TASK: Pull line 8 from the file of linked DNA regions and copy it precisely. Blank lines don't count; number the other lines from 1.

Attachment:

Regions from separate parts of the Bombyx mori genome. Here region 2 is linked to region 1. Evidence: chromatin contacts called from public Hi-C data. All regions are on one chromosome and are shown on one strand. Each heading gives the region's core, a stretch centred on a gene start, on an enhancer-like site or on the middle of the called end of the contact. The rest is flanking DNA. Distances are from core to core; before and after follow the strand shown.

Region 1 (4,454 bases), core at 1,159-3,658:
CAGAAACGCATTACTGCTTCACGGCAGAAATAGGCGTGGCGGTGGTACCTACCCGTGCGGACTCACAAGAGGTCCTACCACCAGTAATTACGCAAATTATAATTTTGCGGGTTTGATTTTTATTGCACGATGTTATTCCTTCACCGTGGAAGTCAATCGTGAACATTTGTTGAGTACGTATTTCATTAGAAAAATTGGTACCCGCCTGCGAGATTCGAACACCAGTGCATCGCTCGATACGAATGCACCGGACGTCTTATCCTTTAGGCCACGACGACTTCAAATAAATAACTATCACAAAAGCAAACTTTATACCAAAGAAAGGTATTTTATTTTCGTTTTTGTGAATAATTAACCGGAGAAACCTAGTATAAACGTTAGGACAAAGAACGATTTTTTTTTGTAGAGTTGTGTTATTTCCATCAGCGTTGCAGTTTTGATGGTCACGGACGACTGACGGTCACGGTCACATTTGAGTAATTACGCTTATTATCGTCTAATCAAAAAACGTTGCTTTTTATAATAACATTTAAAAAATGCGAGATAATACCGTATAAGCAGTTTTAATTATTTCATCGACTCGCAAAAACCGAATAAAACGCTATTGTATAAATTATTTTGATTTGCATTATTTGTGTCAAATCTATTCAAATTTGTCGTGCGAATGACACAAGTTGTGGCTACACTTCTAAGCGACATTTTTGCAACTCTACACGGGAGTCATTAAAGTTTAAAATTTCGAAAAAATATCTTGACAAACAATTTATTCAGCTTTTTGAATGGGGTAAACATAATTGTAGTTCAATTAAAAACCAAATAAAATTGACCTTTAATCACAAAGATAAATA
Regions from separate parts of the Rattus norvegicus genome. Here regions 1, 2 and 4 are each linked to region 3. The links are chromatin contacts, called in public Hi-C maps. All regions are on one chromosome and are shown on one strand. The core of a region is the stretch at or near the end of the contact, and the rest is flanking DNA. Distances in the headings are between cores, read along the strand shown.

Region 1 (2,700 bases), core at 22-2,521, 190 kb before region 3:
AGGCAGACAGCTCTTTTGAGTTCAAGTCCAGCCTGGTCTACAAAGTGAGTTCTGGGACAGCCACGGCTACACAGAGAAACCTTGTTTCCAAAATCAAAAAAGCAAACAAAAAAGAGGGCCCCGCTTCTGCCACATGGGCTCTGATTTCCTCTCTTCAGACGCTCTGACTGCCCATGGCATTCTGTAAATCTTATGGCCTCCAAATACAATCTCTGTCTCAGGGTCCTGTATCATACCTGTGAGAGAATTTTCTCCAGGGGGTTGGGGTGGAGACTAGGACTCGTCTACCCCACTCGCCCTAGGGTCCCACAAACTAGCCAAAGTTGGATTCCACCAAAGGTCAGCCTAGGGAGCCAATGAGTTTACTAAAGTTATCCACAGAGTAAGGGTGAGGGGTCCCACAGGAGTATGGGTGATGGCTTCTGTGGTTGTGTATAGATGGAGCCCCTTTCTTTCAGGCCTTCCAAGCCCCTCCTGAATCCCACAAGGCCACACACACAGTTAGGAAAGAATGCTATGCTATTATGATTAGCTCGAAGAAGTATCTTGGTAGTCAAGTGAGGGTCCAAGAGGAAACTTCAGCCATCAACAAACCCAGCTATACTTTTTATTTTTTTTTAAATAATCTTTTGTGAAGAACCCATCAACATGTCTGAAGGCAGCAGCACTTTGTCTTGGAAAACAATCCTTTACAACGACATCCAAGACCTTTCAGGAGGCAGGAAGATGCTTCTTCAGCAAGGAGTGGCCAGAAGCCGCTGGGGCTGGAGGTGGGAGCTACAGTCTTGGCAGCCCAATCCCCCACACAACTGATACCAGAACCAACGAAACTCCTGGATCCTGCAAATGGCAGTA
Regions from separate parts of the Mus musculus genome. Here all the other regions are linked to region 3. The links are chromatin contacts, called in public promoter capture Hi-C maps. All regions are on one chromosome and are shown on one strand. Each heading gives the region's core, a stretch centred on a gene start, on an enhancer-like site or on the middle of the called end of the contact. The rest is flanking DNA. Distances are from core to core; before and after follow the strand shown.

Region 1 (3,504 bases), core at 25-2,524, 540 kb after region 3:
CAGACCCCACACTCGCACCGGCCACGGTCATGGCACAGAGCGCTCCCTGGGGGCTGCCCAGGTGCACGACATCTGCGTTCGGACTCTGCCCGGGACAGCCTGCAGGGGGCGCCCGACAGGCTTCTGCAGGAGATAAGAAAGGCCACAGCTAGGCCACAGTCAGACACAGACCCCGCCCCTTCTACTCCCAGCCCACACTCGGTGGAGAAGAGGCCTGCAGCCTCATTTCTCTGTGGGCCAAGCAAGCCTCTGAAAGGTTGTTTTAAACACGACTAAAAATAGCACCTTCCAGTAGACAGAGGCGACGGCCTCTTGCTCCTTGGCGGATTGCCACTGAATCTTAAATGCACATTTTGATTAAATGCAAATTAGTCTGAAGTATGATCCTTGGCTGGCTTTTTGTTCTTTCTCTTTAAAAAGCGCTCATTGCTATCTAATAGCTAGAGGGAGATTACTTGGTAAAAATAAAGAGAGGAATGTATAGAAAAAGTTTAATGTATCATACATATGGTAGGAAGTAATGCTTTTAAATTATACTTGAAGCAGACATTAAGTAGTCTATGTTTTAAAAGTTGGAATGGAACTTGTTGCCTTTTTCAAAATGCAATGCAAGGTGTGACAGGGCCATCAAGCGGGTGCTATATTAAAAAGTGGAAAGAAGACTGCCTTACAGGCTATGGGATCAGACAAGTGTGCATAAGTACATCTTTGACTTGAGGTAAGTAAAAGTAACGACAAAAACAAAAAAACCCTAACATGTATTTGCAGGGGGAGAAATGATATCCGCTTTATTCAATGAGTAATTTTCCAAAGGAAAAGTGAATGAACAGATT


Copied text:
Region 1 (3,504 bases), core at 25-2,524, 540 kb after region 3: